Tuesday, 19 February 2019

Daily Reflections #essentialsofrecovery

I’M NOT DIFFERENT

In the beginning, it was four whole years before A.A. brought
permanent sobriety to even one alcoholic woman. Like the “high
bottoms, ” the women said they were different; . . . The
Skid-Rower said he was different . . . so did the artists and the
professional people, the rich, the poor, the religious, the agnostic, the
Indians and the Eskimos, the veterans, and the prisoners. . . .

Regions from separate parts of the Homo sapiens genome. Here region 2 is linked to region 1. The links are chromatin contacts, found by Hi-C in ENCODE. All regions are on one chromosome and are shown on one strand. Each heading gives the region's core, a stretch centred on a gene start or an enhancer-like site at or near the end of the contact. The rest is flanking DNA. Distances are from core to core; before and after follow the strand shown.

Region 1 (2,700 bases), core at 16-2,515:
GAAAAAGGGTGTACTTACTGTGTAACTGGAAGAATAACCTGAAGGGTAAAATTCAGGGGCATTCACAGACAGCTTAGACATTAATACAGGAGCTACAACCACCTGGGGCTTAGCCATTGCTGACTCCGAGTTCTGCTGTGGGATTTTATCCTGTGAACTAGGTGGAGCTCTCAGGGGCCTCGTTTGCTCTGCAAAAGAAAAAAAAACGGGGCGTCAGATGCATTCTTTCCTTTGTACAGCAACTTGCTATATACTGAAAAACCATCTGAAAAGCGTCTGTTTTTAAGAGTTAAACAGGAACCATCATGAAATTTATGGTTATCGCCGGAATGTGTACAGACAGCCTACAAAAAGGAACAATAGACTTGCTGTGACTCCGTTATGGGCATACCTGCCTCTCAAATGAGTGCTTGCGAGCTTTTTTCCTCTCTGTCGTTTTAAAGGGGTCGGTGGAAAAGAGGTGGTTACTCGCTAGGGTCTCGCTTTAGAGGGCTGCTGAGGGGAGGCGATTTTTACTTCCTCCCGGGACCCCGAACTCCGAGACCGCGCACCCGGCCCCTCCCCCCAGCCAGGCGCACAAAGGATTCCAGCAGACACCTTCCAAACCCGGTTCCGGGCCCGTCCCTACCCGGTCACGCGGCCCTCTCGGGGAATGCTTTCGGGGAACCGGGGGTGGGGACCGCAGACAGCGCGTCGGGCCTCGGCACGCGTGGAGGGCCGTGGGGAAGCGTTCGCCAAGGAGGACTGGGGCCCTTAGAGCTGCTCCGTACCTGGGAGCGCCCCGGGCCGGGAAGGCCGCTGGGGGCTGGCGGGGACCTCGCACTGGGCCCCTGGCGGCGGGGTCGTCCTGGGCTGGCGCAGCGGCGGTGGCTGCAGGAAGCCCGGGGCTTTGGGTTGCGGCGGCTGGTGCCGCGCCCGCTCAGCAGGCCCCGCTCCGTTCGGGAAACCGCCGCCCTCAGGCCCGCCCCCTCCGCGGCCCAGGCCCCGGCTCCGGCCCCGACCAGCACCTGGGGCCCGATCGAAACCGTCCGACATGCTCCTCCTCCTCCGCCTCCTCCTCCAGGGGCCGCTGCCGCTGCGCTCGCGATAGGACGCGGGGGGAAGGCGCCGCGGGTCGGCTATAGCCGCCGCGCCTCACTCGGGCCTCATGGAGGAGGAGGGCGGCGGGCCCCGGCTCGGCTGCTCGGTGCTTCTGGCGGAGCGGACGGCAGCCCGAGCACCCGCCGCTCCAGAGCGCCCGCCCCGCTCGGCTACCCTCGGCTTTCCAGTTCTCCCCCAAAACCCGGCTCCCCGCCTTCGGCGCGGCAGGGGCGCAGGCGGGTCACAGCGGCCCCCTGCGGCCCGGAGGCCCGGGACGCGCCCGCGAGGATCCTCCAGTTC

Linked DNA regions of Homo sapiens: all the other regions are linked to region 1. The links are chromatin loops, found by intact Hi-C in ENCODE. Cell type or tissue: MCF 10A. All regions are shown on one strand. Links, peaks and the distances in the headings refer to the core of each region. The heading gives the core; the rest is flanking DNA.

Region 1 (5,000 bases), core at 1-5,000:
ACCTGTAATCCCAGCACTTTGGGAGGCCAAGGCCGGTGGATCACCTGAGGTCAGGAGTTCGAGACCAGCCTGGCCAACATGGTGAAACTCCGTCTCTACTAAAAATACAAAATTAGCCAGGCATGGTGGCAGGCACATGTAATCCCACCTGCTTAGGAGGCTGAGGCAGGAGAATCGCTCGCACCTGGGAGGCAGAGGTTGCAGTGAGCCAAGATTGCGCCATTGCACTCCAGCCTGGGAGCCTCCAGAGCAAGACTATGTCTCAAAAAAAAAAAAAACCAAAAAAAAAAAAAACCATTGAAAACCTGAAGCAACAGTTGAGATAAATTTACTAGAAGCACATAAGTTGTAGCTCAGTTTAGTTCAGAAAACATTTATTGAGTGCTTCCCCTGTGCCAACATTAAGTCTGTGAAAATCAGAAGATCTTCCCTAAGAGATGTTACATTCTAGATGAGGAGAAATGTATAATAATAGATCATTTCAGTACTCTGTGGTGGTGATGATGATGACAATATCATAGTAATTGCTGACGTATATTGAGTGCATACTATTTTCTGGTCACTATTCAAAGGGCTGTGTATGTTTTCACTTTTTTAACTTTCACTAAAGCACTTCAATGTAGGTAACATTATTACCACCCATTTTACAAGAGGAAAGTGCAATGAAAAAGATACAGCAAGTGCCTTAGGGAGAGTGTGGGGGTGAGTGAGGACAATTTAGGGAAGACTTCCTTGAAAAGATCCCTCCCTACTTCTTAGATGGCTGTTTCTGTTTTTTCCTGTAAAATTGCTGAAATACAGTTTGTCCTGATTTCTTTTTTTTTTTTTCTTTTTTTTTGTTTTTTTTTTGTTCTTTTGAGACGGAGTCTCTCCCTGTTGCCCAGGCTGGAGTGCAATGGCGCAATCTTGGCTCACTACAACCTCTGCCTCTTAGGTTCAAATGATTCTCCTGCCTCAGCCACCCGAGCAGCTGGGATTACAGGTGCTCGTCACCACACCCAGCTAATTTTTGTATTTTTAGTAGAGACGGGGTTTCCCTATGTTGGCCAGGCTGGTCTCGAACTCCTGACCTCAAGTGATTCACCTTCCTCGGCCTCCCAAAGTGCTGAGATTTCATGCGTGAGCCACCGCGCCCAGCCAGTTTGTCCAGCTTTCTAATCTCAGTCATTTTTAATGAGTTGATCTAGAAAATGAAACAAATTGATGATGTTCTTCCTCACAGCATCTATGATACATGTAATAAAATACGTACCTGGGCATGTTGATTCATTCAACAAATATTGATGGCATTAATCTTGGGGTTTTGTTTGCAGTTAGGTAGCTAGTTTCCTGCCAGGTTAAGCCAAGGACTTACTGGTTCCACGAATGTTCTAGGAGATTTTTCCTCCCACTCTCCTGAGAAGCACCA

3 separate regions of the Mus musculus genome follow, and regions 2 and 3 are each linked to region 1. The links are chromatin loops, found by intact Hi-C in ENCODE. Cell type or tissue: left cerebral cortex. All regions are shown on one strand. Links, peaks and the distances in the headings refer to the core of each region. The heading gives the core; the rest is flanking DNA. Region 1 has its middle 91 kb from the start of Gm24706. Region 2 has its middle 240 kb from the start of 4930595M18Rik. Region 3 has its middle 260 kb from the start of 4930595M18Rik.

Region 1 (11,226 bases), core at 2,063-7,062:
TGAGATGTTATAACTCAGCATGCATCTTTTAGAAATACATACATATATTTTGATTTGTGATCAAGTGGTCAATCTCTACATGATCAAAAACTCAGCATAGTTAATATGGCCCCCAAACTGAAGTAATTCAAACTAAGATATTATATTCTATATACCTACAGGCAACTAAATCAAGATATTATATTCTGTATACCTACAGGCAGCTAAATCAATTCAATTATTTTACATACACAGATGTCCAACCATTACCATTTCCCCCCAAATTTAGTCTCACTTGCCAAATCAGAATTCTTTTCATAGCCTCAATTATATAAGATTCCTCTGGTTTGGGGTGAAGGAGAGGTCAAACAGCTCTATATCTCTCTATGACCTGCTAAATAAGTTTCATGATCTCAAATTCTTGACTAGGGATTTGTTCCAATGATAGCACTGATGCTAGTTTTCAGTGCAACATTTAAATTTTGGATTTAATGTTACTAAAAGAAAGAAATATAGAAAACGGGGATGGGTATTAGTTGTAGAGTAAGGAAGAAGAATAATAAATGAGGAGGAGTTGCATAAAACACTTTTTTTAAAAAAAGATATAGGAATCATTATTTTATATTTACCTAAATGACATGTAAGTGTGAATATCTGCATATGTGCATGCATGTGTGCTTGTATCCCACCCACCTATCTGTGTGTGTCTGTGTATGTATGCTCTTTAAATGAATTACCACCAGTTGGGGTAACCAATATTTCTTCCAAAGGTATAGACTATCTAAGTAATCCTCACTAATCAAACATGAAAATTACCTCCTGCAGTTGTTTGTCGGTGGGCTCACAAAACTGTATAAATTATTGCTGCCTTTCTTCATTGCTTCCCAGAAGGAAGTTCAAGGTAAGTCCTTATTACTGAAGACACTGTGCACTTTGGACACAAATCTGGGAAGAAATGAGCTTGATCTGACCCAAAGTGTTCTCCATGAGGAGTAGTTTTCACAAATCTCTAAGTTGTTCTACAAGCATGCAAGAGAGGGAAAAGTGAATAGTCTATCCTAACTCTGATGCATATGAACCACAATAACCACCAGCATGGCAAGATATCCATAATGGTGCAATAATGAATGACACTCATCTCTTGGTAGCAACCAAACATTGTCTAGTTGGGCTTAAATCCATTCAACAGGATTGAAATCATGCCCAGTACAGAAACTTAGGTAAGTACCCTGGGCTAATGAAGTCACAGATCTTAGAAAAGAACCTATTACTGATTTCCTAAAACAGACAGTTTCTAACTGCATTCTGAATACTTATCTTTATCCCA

nowadays all of these, and legions more, soberly talk about how very
much alike all of us alcoholics are when we admit that the chips are
finally down.

AS BILL SEES IT, p. 24

I cannot consider myself “different” in A.A.; if I do I isolate myself
from others and from contact with my Higher Power. If I feel
isolated in A.A., it is not something for which others are responsible.
It is something I’ve created by feeling I’m “different” in some way.
Today I practice being just another alcoholic in the worldwide Fellowship of
Alcoholics Anonymous. 
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